The brutality of the sport drove away prominent sports commentators such as Baltimore native Frank Deford and Howard Cosell, who called some of the most famous fights in history. Some have said it hastened boxing’s fade from the mainstream of American sports, though the biggest fights still attract millions of pay-per-view customers and generate tens of millions of dollars in revenue.

Through it all, the deaths have never stopped. At least a dozen fighters have perished from injuries suffered in the ring over the past decade.

Dadashev’s death evoked so many others from the history of boxing — the way he refused to go down even as the damage to his head accumulated and his chances of winning slipped away.

The Maryland State Athletic Commission, which regulates all fights in the state, has said it will investigate the circumstances surrounding the fatal fight at MGM National Harbor.


Patrick Pannella, executive director for the MSAC, did not respond to requests for comment Friday. But the state agency requires all fighters seeking a license in Maryland to pass a comprehensive physical and undergo neurological testing. It also requires at least two physicians to be present at each boxing event and lists an array of medical equipment and materials that must be available at ringside. Fights cannot be held more than 15 minutes by ambulance from an emergency medical center.

Muzzi said he reviewed tape of the Dadashev bout and saw no evidence that ringside officials mishandled the fighter’s medical situation. He reserved special praise for McGirt, the trainer who stopped the fight when he saw his boxer slowing down.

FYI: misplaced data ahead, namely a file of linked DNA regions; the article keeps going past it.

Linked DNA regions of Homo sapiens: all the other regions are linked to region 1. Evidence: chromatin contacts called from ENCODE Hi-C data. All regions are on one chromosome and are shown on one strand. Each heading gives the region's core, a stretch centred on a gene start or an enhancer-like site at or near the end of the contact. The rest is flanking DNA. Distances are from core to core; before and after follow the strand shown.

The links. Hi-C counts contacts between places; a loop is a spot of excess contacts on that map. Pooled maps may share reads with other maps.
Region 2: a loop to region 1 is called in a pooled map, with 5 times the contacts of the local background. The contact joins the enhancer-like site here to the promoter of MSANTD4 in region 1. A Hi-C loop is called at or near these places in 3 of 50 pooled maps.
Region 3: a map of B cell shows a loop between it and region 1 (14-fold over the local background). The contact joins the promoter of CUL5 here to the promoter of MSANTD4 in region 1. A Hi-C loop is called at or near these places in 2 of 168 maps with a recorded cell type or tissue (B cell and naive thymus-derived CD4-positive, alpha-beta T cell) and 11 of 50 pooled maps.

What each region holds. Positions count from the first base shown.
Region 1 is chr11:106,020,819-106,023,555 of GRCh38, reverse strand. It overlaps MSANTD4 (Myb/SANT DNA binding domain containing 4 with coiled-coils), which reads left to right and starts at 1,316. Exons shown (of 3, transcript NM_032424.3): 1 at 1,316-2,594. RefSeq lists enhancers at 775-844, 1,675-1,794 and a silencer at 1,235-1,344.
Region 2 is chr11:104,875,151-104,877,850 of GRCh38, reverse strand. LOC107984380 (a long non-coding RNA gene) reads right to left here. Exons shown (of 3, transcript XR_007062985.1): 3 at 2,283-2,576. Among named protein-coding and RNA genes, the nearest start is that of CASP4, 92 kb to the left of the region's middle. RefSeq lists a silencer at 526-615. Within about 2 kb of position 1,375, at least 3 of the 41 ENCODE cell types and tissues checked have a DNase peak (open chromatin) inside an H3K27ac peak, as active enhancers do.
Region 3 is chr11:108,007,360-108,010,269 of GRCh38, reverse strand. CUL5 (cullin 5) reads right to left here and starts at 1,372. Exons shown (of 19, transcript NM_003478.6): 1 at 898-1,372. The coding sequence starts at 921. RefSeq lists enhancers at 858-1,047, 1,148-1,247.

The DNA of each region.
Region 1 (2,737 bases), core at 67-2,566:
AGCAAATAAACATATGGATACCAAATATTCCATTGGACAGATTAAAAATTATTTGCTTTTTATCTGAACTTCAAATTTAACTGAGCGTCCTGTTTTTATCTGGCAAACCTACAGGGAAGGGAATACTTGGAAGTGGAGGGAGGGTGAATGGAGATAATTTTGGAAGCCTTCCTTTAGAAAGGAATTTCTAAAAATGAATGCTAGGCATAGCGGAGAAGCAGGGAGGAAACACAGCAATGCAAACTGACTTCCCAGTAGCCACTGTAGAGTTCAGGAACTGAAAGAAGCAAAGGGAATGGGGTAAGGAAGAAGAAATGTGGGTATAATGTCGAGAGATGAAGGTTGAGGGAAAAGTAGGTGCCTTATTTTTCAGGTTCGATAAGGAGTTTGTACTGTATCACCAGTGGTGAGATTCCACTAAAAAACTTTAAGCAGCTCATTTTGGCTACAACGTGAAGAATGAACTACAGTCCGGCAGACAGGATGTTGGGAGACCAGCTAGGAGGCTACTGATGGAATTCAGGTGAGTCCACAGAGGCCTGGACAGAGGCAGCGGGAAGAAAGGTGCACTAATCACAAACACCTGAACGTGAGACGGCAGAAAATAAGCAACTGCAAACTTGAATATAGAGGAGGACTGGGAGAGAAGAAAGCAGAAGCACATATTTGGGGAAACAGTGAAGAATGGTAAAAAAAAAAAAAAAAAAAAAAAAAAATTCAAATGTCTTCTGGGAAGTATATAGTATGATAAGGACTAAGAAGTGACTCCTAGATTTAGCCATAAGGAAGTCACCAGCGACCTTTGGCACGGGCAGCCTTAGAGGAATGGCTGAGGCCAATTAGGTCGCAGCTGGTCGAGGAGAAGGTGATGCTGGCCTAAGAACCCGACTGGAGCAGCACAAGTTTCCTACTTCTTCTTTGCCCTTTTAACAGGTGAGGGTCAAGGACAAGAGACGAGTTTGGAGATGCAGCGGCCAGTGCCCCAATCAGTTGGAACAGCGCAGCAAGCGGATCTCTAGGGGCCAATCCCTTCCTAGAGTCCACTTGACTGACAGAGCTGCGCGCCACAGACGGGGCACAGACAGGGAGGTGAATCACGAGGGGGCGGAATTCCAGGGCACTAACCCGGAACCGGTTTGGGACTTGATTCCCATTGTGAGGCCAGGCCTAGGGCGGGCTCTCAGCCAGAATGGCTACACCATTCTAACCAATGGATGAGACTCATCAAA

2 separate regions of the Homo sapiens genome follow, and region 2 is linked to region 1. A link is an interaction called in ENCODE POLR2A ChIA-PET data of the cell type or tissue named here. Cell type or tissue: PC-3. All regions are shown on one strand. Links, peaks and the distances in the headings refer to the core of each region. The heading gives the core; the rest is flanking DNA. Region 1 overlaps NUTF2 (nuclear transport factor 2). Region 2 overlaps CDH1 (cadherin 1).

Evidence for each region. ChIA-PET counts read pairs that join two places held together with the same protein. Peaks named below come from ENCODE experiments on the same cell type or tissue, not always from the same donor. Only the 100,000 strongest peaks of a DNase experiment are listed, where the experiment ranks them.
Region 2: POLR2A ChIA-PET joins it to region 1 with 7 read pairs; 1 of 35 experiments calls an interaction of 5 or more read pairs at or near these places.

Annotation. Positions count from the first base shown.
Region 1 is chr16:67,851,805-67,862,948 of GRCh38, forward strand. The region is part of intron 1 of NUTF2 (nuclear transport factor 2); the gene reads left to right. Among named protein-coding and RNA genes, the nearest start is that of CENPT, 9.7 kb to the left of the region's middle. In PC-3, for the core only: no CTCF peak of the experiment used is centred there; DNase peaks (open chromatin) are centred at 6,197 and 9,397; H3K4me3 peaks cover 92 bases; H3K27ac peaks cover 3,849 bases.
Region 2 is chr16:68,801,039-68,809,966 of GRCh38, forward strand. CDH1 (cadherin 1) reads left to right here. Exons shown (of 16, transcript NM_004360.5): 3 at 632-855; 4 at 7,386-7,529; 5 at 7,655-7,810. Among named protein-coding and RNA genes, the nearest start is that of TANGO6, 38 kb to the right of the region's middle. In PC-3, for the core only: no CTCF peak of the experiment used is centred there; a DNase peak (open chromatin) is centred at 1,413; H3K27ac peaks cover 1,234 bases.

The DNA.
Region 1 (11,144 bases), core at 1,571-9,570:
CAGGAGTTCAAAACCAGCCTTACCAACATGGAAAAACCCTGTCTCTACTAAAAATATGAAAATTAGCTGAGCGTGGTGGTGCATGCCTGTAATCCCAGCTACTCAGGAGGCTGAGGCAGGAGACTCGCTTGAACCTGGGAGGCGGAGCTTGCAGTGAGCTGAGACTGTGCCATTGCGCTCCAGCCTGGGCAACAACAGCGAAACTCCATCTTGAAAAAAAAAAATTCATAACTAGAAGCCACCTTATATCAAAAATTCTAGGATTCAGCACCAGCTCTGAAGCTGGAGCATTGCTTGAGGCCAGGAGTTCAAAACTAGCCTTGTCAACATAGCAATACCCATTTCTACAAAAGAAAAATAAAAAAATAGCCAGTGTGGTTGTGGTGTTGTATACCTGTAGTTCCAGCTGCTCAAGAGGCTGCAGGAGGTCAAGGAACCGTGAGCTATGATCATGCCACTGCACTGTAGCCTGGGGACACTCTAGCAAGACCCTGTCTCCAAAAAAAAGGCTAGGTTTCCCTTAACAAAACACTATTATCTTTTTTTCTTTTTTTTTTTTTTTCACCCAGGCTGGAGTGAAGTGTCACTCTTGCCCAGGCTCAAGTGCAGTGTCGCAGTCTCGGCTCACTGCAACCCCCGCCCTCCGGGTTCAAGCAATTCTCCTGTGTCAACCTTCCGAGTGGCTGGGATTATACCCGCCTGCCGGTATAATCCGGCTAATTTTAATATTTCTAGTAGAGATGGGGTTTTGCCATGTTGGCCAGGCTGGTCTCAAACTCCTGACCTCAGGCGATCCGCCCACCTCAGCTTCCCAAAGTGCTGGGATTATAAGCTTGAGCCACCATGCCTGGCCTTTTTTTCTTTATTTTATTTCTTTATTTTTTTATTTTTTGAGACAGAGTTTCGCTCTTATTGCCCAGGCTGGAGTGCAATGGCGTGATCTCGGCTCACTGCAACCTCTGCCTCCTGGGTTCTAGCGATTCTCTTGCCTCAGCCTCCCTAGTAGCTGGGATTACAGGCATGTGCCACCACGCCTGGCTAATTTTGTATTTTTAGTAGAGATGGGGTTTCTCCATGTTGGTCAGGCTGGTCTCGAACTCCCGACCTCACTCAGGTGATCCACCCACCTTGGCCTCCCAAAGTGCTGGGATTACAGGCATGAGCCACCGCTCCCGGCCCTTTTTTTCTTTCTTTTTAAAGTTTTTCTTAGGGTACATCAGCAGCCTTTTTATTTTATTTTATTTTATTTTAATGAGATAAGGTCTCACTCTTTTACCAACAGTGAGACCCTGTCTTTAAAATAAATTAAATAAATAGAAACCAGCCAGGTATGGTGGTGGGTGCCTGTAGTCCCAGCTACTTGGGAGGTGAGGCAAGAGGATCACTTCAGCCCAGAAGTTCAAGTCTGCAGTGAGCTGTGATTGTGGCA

Dadashev left behind a wife, a 2-year-old son and a team of supporters wondering if they could have done anything different to save him.

“It just makes you realize what type of sport we’re in, man,” McGirt told ESPN.com. “My mind is, like, really running crazy right now. Like, what could I have done differently? But at the end of the day, everything was fine [in training].”

The deaths often leave deep scars not just on families and friends but on the opponents who landed the fatal blows.

Dadashev’s foe, Subriel Matias, said in a statement that he was “devastated” by the news, adding, “No one is prepared to die while looking for dreams and goals.”

Three decades after Kim died, Mancini told his biographer, Mark Kriegel, that the South Korean fighter still visited him in dreams.

Promoter Bob Arum told ESPN that Mancini was never the same: “He didn't have the same zip, the same enthusiasm. He didn’t have the same zest for fighting.”

Those who work in the sport say they’re always affected when a fighter dies, but they also accept the risks.

“Just like any other contact sport, there are always dangers,” said Marvin McDowell, who works with younger Baltimore fighters as the trainer for UMAR Boxing, based on North Avenue. “It’s a chance you take.”

But McDowell is convinced many boxing deaths start with unrecognized head trauma suffered in training. That’s why he emphasizes technique over power in sparring and why he’s wary of extreme weight cutting, which leaves fighters weakened and dehydrated.

“Everything starts in training,” he said. “That’s why you have to do everything you can to create safety in the gym, and then whatever happens from there, you accept it.”